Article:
April 29, 2014


This article encapsulates the people and cultural aspect of risk management, the Cultural barriers to effective risk management and what mature organizations have done about it.
The ancient art form of Bharatnatyam talks about the navarasas and most dance recitals have a mix of one or more Navarasas. 
Below are some analogies and allusions to the Navarasas in relation to risk management:

  • Vīram (वीरं) Heroism – During the winning speech of the first ICC T20 World Cup final, the captain MS Dhoni described the dilemma he had to face when selecting the bowler of the last over. It was a do or die situation and one would have expected him to hand over the ball to the most experienced spinner. However he did the unexpected and took a risk by asking Jogendar Sharma to bowl. His bet paid off and the opponents were defeated.  The valiant captain had inspired his team and the bowler who used the opportunity to create a mark for himself.  This heroic risk taking will be celebrated in the records of T20 games.

  • Hāsyam (हास्यं) Comedy. It’s indeed amusing to hear the amount of excuses people give to escape from a candid discussion on challenges and risks of a project. When a meeting is set up, people try to avoid the same saying that they have a calendar clash, client visit is on, audit is happening. In extreme cases, people join calls and later disconnecting abruptly to later clarify that the signal dropped or that their mobile phones ran out of charge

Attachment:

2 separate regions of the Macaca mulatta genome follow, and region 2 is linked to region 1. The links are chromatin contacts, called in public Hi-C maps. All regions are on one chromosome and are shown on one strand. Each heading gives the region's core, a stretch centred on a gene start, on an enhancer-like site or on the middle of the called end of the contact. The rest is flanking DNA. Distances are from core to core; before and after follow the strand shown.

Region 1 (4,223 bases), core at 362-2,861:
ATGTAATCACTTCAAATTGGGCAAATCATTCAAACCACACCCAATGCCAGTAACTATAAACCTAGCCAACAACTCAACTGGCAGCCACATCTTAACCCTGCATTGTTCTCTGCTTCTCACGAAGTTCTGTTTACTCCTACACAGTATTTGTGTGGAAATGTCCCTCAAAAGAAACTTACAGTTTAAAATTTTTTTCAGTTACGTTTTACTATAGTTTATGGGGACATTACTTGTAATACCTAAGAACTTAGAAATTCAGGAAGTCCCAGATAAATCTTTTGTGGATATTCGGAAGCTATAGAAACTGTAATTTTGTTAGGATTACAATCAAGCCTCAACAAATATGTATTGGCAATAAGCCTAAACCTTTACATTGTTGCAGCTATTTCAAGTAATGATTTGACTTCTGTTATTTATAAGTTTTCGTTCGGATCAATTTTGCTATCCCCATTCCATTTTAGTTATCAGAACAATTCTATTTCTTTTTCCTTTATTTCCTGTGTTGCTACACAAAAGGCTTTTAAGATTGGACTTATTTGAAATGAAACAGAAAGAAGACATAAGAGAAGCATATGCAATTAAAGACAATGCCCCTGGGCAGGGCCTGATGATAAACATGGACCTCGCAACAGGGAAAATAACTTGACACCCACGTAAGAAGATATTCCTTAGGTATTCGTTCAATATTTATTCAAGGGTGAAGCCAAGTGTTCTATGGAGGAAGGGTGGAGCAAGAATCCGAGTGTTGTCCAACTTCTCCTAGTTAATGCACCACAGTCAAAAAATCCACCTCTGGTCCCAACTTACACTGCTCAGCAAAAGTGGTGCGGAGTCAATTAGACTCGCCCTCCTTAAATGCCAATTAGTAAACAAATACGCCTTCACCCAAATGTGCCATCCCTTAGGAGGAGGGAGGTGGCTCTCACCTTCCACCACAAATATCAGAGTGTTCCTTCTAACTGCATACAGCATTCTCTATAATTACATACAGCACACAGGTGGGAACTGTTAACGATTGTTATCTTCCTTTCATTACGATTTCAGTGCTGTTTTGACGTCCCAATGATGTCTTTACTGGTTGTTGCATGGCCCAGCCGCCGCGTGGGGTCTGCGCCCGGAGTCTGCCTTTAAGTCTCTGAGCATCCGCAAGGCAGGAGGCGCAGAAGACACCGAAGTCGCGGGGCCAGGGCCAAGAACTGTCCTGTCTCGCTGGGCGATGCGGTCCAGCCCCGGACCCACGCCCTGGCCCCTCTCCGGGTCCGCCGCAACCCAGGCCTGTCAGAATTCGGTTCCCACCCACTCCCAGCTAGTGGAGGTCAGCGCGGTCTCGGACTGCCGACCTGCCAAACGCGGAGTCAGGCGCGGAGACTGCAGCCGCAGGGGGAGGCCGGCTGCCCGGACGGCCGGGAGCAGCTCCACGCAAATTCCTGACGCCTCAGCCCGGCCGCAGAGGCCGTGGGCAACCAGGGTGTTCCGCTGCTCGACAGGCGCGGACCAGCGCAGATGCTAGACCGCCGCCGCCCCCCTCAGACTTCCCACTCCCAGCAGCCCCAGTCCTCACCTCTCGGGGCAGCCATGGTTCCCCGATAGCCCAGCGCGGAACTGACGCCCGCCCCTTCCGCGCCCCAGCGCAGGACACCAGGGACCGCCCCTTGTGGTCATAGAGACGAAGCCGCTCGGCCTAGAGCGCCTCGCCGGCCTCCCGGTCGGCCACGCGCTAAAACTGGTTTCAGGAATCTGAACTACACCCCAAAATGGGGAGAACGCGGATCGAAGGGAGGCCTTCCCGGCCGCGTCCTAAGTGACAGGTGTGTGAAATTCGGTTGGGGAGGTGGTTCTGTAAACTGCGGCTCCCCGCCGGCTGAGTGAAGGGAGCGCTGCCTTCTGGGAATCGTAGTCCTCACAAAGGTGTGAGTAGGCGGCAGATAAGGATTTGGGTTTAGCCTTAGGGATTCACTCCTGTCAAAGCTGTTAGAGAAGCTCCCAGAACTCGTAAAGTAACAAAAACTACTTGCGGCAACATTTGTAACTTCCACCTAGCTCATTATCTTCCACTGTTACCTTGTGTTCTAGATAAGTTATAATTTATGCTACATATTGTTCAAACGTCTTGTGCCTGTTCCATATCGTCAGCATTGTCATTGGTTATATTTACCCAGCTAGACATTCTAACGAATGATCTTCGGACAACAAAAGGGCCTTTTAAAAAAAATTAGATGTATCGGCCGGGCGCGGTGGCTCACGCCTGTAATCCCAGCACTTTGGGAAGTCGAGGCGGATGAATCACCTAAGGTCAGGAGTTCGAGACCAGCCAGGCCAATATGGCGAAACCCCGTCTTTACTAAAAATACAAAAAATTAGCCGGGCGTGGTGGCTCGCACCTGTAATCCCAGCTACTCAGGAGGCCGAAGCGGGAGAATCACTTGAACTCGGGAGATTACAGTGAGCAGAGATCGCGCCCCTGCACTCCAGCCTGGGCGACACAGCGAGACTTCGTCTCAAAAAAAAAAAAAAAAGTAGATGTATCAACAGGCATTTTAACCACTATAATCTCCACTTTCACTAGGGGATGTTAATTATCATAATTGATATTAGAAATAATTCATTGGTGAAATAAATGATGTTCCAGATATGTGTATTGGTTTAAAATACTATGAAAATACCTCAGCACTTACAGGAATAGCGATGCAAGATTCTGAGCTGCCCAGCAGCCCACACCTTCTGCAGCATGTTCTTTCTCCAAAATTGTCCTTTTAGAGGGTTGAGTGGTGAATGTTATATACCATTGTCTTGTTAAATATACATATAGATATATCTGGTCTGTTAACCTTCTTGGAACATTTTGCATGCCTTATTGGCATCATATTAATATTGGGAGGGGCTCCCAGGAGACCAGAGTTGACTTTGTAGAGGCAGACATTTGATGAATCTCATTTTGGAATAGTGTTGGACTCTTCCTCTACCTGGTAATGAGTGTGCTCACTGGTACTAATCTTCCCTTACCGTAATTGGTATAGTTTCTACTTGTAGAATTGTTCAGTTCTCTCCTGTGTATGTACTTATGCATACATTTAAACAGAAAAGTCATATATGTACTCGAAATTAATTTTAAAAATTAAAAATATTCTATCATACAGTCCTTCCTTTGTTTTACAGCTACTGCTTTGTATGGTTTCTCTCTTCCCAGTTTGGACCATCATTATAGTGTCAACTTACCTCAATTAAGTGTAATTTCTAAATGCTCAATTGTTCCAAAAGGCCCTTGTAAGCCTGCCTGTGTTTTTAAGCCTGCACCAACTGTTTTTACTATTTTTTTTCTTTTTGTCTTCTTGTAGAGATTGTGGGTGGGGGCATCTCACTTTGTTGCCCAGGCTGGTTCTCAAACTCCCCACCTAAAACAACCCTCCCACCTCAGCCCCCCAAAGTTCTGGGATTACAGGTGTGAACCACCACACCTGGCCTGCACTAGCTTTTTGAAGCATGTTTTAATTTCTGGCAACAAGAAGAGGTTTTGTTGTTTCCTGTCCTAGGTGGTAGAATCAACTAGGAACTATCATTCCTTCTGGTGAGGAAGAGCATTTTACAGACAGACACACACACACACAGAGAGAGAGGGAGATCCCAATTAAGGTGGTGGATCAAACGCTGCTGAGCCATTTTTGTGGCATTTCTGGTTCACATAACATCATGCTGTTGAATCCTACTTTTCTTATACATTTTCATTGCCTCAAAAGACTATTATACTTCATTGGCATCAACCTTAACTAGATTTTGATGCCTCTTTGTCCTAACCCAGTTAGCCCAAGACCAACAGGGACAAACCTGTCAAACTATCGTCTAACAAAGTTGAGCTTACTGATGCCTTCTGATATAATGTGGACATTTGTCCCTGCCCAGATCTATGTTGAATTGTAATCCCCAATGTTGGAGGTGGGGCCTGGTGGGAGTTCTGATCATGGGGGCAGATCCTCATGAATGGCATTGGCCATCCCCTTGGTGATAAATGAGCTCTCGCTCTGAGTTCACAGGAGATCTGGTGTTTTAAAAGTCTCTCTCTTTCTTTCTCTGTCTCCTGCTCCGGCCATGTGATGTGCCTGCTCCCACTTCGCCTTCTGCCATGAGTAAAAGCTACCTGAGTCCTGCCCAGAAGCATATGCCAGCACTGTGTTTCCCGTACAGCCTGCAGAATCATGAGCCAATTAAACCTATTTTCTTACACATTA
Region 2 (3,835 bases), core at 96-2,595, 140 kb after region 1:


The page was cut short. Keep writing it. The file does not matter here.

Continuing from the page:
• Raudram (रौद्रं) Fury – This is the typical reaction of a project sponsor or client who comes to know that the project has gone awry. They are furious to know that the cost, quality or timeline will not be met and express their feelings either verbally or in writing. This situation also turns comical when the wrong person is blamed for the trouble or some unsuspecting person is caught in the cross-fire.

  • Kāruṇyam (कारुण्यं) Compassion – When you are in an extremely risky and intense project, the project manager and the senior leaders need to exhibit this emotion. Typically such projects are marked by long working hours, very less time for one self and a skewed work-life balance. Sensing the intense effort put in by the teams, senior leaders need to behave humanely and exhibit compassion. This could either be in the form of relaxing certain guidelines so that work-life balance is restored and there is a sense of win-win for employees and employers.

  • Bībhatsam (बीभत्सं) Disgust. Aversion is the way society and organizations should look at people who unnecessarily put others’ lives and careers at risk to safeguard or further their own interests. The financial and political scams depict some people artfully deceive the bells and whistles put in place.